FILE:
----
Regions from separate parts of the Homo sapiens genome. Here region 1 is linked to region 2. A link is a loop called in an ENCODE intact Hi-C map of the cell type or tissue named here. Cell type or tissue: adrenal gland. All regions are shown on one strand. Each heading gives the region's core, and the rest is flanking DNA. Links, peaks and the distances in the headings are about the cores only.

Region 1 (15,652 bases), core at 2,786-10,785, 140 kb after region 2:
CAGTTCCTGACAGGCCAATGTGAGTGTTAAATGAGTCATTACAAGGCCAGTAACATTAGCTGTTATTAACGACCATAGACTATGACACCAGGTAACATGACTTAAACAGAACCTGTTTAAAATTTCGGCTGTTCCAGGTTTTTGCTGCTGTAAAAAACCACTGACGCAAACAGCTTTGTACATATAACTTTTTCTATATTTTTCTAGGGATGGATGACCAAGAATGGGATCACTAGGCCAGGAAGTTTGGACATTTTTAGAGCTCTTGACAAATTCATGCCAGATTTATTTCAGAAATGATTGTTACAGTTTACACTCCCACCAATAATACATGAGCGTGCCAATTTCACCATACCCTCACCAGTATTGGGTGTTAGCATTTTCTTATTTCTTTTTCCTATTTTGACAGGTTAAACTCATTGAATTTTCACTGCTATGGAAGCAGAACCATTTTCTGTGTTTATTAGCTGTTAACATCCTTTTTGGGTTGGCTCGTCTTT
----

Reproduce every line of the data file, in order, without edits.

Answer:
Regions from separate parts of the Homo sapiens genome. Here region 1 is linked to region 2. A link is a loop called in an ENCODE intact Hi-C map of the cell type or tissue named here. Cell type or tissue: adrenal gland. All regions are shown on one strand. Each heading gives the region's core, and the rest is flanking DNA. Links, peaks and the distances in the headings are about the cores only.

Region 1 (15,652 bases), core at 2,786-10,785, 140 kb after region 2:
CAGTTCCTGACAGGCCAATGTGAGTGTTAAATGAGTCATTACAAGGCCAGTAACATTAGCTGTTATTAACGACCATAGACTATGACACCAGGTAACATGACTTAAACAGAACCTGTTTAAAATTTCGGCTGTTCCAGGTTTTTGCTGCTGTAAAAAACCACTGACGCAAACAGCTTTGTACATATAACTTTTTCTATATTTTTCTAGGGATGGATGACCAAGAATGGGATCACTAGGCCAGGAAGTTTGGACATTTTTAGAGCTCTTGACAAATTCATGCCAGATTTATTTCAGAAATGATTGTTACAGTTTACACTCCCACCAATAATACATGAGCGTGCCAATTTCACCATACCCTCACCAGTATTGGGTGTTAGCATTTTCTTATTTCTTTTTCCTATTTTGACAGGTTAAACTCATTGAATTTTCACTGCTATGGAAGCAGAACCATTTTCTGTGTTTATTAGCTGTTAACATCCTTTTTGGGTTGGCTCGTCTTT